Following Running on Empty, I am going to write about how even with the Spirit and everything else, we still see “through a glass, darkly.” The reasons that even when we hear God, we do not have as clear an understanding as we think are many. An example from my own life might help.
When my wife and I were thinking of having a third child I prayed about it. I got the very strong communication that having her was optional, because there would be a level of difficulty and trial involved. Not a “no, don’t do that” and not an unqualified “yes, it is time, have another child.”
My conclusion, which it never occurred to me to check, was “of course a child will be an additional expense in time and money, but …” after all, that was my concern in praying about it in the first place. I had interpreted the message without even thinking to ask “err, God, what exactly do you mean by that?” I suspect that I would have been much more sober about the warning if I had known just how life changing of an event I was facing.
Courtney died eleven months after Jessica died, which disrupted the clarity that grief often brings after a year, pushed out of the fraternity of those who have lost a child, and created a wave of grief that would crash into Robin’s death and leave me in a condition that was in many ways more than I could take when I got news of my Dad’s cancer.
Yet often, we do not really accept that prophets and apostles, like Paul (e.g. 1 Cor 13 βλεπομεν γαρ αρτι δι εσοπτρου εν αινιγματι) might see things as if reflected by an imperfect mirror, and that we see dimly (at least) as they did and do. We do not question enough, keep looking enough, listen to God enough.
Instead, so many people seem to be certain that they alone see clearly. Sometimes by logic, some times by research, sometimes by whatever spirit or emotion they list to. But if we hear God, through a glass, darkly, is our logic, or knowledge or wisdom really better.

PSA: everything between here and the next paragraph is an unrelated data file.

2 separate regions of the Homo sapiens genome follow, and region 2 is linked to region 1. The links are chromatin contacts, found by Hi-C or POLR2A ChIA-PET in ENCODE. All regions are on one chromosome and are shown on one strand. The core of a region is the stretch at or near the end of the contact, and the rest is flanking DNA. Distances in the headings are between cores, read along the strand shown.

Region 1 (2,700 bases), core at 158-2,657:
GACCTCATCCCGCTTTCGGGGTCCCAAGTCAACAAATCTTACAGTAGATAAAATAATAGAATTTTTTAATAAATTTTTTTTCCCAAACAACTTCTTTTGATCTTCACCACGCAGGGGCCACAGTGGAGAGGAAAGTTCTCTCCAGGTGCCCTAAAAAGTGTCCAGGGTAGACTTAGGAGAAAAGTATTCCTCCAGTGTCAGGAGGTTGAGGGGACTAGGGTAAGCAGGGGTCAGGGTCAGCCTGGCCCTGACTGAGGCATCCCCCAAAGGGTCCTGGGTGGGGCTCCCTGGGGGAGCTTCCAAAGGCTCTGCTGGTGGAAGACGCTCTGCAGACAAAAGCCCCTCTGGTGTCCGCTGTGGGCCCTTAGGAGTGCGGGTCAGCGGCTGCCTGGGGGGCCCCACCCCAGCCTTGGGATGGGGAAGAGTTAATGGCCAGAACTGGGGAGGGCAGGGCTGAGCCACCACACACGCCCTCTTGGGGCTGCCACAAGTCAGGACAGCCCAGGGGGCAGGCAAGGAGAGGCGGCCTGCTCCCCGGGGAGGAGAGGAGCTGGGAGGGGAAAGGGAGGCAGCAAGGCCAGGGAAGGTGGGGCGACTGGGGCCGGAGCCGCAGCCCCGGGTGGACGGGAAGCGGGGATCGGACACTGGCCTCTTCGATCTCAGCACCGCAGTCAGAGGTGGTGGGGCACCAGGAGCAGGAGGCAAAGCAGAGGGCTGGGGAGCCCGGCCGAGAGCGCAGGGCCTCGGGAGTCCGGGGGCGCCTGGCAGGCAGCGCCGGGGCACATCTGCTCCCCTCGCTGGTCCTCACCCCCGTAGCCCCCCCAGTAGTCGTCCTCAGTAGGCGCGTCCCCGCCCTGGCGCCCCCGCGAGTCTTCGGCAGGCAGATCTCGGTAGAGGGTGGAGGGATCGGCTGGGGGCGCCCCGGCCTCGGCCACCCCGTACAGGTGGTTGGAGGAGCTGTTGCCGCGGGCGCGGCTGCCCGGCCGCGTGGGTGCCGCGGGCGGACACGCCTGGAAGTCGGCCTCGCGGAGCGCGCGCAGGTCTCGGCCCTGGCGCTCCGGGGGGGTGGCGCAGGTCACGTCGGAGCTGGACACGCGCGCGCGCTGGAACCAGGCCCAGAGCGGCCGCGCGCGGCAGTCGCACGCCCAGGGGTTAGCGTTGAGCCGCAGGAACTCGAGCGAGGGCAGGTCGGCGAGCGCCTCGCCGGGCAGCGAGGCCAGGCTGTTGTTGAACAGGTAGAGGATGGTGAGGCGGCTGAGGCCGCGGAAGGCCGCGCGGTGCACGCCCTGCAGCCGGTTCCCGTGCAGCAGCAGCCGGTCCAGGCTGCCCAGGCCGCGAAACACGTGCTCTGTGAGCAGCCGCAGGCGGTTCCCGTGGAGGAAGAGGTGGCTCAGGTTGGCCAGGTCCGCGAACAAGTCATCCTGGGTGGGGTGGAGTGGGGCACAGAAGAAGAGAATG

I would suggest that many times, perhaps it is not, and that many times, at all levels, problems are caused by a failure to understand the limits of our understanding, on first blush, and usually on deeper examination, of what we have seen.
And, at the risk of threadjacking my own essay, considering just how clearly it may be that we see the following issues:
- Same sex marriage
- The Priesthood Bans in their various forms (from Moses and Aaron through the 70s to today)
How clearly do we see any of these things?
My experience suggests when we consider what is revealed to us from the prospective of the second estate; this life PLUS the spirit world that immediately follows, the glass becomes more translucent. Also, answers seem to come to us over time in individual packets and then unfold slowly in our minds making easy for us to jump to early conclusions.
As you know, Joseph & Emma lost three. Could anyone have had more of the Lord’s attention than Joseph? Clearly there are reasons Stephen.
No question there are reasons, and I’ve written on affliction and such, I just wanted to discuss that things are a great deal less clear for most of us than we think.
But if we hear God, through a glass, darkly, is our logic, or knowledge or wisdom really better. really should have a “?” at the end, I think now.
I really feel that it is much too easy to think we know more than we really do.
But if we hear God, through a glass, darkly, is our logic, or knowledge or wisdom really better?
According to your link the phrase through a glass darkly is interpreted to mean that humans have an imperfect perception of reality. So to improve the flow of information from God we must change our perception, not trade it for human logic, knowledge or wisdom.
Btw, I meant God’s reasons.
Wonderful post, Stephen, especially from the perspective of your experiences.
Thank you for this.
I can’t count how many times LDS bloggers have insisted that “God’s laws do not change”, “God will never change the Law of Chastity,” “women will never hold the priesthood.” And with such surety.
And underlying the three issues you mention is the whole foundation of patriarchy. How sure are we about that?
Good questions for thought. Thank you for this post.
#5 – Not just LDS bloggers, but even Apostles. Don’t forget this gem:
1 Feb, 1849 – First counselor Heber C. Kimball tells Sunday meeting that plural marriage “would end he said when the Church had gone to the Devil or the Priesthood taken from this people – then God would give it to another people.”